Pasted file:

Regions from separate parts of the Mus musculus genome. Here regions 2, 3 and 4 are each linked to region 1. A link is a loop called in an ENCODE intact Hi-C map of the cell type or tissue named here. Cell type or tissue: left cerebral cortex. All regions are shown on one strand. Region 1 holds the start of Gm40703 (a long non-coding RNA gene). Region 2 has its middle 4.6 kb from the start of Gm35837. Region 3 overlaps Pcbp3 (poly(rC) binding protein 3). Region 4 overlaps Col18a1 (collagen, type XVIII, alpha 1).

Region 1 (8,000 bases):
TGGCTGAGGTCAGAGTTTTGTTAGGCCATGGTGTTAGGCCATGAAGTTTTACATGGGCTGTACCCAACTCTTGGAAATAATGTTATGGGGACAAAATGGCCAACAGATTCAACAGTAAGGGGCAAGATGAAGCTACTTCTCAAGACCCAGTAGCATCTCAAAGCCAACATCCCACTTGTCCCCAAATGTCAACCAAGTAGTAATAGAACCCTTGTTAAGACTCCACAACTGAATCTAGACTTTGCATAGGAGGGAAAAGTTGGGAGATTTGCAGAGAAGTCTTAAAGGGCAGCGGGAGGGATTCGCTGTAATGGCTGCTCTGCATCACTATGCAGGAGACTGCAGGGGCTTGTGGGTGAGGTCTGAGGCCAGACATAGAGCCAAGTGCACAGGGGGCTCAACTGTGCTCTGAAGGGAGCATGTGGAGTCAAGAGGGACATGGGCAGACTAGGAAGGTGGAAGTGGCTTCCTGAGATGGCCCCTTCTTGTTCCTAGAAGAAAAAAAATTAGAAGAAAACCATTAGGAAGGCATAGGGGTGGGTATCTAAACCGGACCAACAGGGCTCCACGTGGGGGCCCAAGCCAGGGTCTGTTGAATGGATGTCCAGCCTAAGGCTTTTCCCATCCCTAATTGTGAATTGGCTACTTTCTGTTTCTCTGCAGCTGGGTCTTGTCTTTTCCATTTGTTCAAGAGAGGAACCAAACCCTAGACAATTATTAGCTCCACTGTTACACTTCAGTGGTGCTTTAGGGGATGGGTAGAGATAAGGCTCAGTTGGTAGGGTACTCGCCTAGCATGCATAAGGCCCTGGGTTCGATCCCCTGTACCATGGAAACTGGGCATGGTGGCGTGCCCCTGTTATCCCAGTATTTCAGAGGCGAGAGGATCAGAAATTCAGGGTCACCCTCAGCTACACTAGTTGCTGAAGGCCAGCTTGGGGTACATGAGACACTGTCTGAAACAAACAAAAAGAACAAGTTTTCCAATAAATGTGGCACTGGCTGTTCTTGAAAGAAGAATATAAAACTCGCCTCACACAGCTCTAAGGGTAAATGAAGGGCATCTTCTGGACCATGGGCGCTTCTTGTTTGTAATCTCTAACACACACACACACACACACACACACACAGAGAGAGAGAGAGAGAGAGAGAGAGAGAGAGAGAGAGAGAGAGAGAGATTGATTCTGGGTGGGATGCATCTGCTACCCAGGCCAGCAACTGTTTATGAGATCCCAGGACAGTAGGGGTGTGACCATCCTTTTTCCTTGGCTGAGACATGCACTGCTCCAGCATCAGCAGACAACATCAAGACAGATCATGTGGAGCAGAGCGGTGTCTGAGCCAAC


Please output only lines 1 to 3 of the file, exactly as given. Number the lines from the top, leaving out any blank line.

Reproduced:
Regions from separate parts of the Mus musculus genome. Here regions 2, 3 and 4 are each linked to region 1. A link is a loop called in an ENCODE intact Hi-C map of the cell type or tissue named here. Cell type or tissue: left cerebral cortex. All regions are shown on one strand. Region 1 holds the start of Gm40703 (a long non-coding RNA gene). Region 2 has its middle 4.6 kb from the start of Gm35837. Region 3 overlaps Pcbp3 (poly(rC) binding protein 3). Region 4 overlaps Col18a1 (collagen, type XVIII, alpha 1).

Region 1 (8,000 bases):
TGGCTGAGGTCAGAGTTTTGTTAGGCCATGGTGTTAGGCCATGAAGTTTTACATGGGCTGTACCCAACTCTTGGAAATAATGTTATGGGGACAAAATGGCCAACAGATTCAACAGTAAGGGGCAAGATGAAGCTACTTCTCAAGACCCAGTAGCATCTCAAAGCCAACATCCCACTTGTCCCCAAATGTCAACCAAGTAGTAATAGAACCCTTGTTAAGACTCCACAACTGAATCTAGACTTTGCATAGGAGGGAAAAGTTGGGAGATTTGCAGAGAAGTCTTAAAGGGCAGCGGGAGGGATTCGCTGTAATGGCTGCTCTGCATCACTATGCAGGAGACTGCAGGGGCTTGTGGGTGAGGTCTGAGGCCAGACATAGAGCCAAGTGCACAGGGGGCTCAACTGTGCTCTGAAGGGAGCATGTGGAGTCAAGAGGGACATGGGCAGACTAGGAAGGTGGAAGTGGCTTCCTGAGATGGCCCCTTCTTGTTCCTAGAAGAAAAAAAATTAGAAGAAAACCATTAGGAAGGCATAGGGGTGGGTATCTAAACCGGACCAACAGGGCTCCACGTGGGGGCCCAAGCCAGGGTCTGTTGAATGGATGTCCAGCCTAAGGCTTTTCCCATCCCTAATTGTGAATTGGCTACTTTCTGTTTCTCTGCAGCTGGGTCTTGTCTTTTCCATTTGTTCAAGAGAGGAACCAAACCCTAGACAATTATTAGCTCCACTGTTACACTTCAGTGGTGCTTTAGGGGATGGGTAGAGATAAGGCTCAGTTGGTAGGGTACTCGCCTAGCATGCATAAGGCCCTGGGTTCGATCCCCTGTACCATGGAAACTGGGCATGGTGGCGTGCCCCTGTTATCCCAGTATTTCAGAGGCGAGAGGATCAGAAATTCAGGGTCACCCTCAGCTACACTAGTTGCTGAAGGCCAGCTTGGGGTACATGAGACACTGTCTGAAACAAACAAAAAGAACAAGTTTTCCAATAAATGTGGCACTGGCTGTTCTTGAAAGAAGAATATAAAACTCGCCTCACACAGCTCTAAGGGTAAATGAAGGGCATCTTCTGGACCATGGGCGCTTCTTGTTTGTAATCTCTAACACACACACACACACACACACACACACAGAGAGAGAGAGAGAGAGAGAGAGAGAGAGAGAGAGAGAGAGAGAGAGATTGATTCTGGGTGGGATGCATCTGCTACCCAGGCCAGCAACTGTTTATGAGATCCCAGGACAGTAGGGGTGTGACCATCCTTTTTCCTTGGCTGAGACATGCACTGCTCCAGCATCAGCAGACAACATCAAGACAGATCATGTGGAGCAGAGCGGTGTCTGAGCCAAC